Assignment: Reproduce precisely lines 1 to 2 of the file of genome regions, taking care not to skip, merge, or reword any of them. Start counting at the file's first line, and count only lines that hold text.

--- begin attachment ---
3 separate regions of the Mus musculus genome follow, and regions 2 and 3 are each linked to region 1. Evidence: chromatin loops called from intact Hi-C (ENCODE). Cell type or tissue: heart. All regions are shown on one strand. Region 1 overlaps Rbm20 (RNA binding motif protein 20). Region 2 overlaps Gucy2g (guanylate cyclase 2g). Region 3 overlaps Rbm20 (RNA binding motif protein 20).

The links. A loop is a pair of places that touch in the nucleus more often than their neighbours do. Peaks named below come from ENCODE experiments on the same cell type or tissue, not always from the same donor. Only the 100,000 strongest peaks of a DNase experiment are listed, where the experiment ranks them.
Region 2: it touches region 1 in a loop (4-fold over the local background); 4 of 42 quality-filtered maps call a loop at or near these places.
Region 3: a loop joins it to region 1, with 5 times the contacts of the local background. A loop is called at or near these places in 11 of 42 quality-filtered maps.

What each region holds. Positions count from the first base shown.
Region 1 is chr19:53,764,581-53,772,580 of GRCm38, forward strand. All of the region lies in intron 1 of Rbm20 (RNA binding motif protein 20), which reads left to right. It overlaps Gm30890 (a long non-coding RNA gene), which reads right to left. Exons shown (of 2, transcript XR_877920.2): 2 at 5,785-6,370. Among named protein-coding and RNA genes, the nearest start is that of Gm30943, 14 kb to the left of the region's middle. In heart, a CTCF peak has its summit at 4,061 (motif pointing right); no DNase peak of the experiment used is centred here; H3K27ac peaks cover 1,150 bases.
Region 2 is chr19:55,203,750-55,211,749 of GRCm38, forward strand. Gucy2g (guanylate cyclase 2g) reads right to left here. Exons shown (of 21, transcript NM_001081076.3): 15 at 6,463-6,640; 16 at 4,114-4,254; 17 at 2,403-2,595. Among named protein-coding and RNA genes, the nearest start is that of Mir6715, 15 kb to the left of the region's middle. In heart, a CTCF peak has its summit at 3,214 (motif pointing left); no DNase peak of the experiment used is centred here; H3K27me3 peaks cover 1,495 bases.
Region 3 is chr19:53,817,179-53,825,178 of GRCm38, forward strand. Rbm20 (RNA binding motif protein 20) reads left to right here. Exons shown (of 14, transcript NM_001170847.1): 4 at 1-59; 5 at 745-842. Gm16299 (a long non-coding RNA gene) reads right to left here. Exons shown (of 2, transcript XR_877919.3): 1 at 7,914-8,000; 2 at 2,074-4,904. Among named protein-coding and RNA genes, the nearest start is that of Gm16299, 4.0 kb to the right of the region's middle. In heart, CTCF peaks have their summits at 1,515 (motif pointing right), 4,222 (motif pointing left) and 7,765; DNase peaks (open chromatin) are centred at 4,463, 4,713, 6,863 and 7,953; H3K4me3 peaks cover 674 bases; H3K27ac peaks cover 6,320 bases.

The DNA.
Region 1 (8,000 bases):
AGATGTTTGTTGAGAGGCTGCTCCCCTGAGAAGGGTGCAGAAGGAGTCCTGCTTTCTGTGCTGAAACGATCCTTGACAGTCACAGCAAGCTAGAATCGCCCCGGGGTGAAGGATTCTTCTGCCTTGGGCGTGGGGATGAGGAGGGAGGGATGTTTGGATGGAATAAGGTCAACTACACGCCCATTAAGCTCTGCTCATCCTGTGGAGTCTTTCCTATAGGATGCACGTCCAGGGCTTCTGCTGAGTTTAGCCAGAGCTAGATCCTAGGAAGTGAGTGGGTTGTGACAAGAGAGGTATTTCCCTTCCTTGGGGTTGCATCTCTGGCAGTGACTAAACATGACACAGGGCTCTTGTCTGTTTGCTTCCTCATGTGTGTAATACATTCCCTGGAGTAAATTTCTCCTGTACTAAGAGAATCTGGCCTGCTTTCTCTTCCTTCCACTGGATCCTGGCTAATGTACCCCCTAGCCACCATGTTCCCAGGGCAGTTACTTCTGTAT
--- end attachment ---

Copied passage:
3 separate regions of the Mus musculus genome follow, and regions 2 and 3 are each linked to region 1. Evidence: chromatin loops called from intact Hi-C (ENCODE). Cell type or tissue: heart. All regions are shown on one strand. Region 1 overlaps Rbm20 (RNA binding motif protein 20). Region 2 overlaps Gucy2g (guanylate cyclase 2g). Region 3 overlaps Rbm20 (RNA binding motif protein 20).

The links. A loop is a pair of places that touch in the nucleus more often than their neighbours do. Peaks named below come from ENCODE experiments on the same cell type or tissue, not always from the same donor. Only the 100,000 strongest peaks of a DNase experiment are listed, where the experiment ranks them.